They didn't love this.

VOICE: In Mexico City, Austin had first seemed to think that things were going very well. He had met with Santa Anna. With General Antonio López de Santa Anna and had the sense that Texas would be granted more autonomy. Then he wrote an indiscreet letter from Mexico City, suggesting that whatever happened, Texas ought to take initiative and secure its own autonomy.

VOICE: Austin's letter was intercepted, and he was put in jail in Mexico City. He would be kept there for nearly two years. Upon his return, he had formed strong opinions of Santa Anna and the Mexican government.

VOICE: Santa Anna is a base, unprincipled bloody monster. War is our only recourse.

No halfway measures, but war in full. Stephen Austin, 1835.

GLENN: By 1835 relations had hit a fevered pitch.

Years earlier, Mexico had given a six-pound cannon to the residents of the city of Gonzalez, Texas, to help them deal with the attacks from the Comanche Indians.

Now, in retrospect, giving that cannon to fired-up Texans kind of seemed like a bad idea. So they asked for that cannon back. The residents of Gonzalez said, "I don't think so."

The Mexicans demanded the cannon back. Their defiant answer was, "Come and take it."

While Santa Anna's troops tried to do just that, and they were soundly beaten back by the militia in Gonzalez who used the cannon against them.

Now, because of his prior experience under Andrew Jackson in the war of 1812, the Texians appointed former Tennessee governor Sam Houston as their commander-in-chief of their forces. But there was only one problem: They didn't have any forces.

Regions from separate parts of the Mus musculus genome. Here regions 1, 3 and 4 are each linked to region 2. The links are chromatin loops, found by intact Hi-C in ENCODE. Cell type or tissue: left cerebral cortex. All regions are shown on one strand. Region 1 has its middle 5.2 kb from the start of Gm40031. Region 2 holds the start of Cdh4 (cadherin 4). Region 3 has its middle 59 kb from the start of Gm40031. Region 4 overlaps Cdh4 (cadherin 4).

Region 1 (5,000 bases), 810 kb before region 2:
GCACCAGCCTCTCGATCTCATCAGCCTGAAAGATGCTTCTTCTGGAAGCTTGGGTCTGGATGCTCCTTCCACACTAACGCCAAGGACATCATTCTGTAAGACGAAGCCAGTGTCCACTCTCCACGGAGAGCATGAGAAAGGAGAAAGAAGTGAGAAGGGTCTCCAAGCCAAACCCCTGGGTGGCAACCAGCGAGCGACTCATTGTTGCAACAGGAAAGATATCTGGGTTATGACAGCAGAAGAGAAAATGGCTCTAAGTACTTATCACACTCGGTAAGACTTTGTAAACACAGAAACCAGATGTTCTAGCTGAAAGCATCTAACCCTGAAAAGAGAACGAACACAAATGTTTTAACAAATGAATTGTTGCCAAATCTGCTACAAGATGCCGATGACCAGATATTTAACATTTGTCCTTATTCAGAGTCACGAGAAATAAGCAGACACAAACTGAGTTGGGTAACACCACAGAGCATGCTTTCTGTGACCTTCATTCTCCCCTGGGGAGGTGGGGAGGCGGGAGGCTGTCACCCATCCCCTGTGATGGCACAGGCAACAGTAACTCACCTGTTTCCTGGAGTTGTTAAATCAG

But like Texans usually do: They just pressed on.

VOICE: On March 2nd, 1836, delegates finally met at Washington on the Brazos and declared independence from Mexico. Sam Houston was instrumental in helping draft the new republic of Texas Constitution. And finally, it seemed that a workable government might actually be constructed.

GLENN: That's when Santa Anna gathered an army of 4,000 had to 5,000 troops and headed north to put down the rebellion. The war was on.

A small contingent, many from Gonzalez stayed in San Antonio, against the better judgment of Sam Houston to defend the Alamo. Houston thought it was indefensible and thought it was really foolhardy to stay. But the contingent had been joined by two American frontier heroes, one of them was Jim Bowie who had moved to Texas in 1830 and joined by the legendary Davy Crockett.